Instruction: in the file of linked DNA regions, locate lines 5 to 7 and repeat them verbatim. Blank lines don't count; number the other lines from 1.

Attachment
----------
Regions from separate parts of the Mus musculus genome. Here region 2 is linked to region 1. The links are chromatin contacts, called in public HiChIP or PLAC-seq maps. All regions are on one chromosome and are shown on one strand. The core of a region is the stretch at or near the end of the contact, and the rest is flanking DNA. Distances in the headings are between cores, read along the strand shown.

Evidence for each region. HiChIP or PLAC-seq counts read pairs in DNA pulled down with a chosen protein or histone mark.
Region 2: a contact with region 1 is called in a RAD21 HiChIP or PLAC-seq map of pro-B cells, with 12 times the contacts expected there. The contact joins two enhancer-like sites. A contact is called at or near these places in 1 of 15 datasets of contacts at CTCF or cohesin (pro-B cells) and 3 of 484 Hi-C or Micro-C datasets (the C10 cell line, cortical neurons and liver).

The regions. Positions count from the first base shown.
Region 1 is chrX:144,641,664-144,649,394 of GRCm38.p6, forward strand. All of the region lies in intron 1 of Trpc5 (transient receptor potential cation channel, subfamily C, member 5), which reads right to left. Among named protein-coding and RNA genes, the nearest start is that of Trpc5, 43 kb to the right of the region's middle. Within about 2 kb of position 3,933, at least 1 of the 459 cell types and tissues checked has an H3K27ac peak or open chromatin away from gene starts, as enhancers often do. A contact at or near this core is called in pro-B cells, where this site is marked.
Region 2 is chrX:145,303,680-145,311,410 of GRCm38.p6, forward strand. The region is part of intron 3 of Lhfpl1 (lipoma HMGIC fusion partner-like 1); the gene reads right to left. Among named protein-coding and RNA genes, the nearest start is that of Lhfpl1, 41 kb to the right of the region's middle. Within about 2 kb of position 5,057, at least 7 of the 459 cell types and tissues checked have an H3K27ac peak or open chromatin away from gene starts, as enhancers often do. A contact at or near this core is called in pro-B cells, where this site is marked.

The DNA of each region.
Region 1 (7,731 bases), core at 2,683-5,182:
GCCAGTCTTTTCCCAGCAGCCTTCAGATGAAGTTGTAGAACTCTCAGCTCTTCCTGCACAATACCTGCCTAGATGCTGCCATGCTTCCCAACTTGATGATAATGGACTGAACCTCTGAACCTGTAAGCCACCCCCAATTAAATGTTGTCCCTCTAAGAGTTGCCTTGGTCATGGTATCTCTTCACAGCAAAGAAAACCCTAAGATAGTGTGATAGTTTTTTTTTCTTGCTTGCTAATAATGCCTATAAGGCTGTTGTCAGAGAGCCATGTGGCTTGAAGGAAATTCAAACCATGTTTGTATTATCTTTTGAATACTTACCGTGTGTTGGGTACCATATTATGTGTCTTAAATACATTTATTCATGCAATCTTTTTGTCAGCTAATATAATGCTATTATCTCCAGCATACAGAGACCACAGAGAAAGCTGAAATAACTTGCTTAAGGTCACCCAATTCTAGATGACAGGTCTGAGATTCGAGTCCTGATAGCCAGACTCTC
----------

Region 1 is chrX:144,641,664-144,649,394 of GRCm38.p6, forward strand. All of the region lies in intron 1 of Trpc5 (transient receptor potential cation channel, subfamily C, member 5), which reads right to left. Among named protein-coding and RNA genes, the nearest start is that of Trpc5, 43 kb to the right of the region's middle. Within about 2 kb of position 3,933, at least 1 of the 459 cell types and tissues checked has an H3K27ac peak or open chromatin away from gene starts, as enhancers often do. A contact at or near this core is called in pro-B cells, where this site is marked.
Region 2 is chrX:145,303,680-145,311,410 of GRCm38.p6, forward strand. The region is part of intron 3 of Lhfpl1 (lipoma HMGIC fusion partner-like 1); the gene reads right to left. Among named protein-coding and RNA genes, the nearest start is that of Lhfpl1, 41 kb to the right of the region's middle. Within about 2 kb of position 5,057, at least 7 of the 459 cell types and tissues checked have an H3K27ac peak or open chromatin away from gene starts, as enhancers often do. A contact at or near this core is called in pro-B cells, where this site is marked.

The DNA of each region.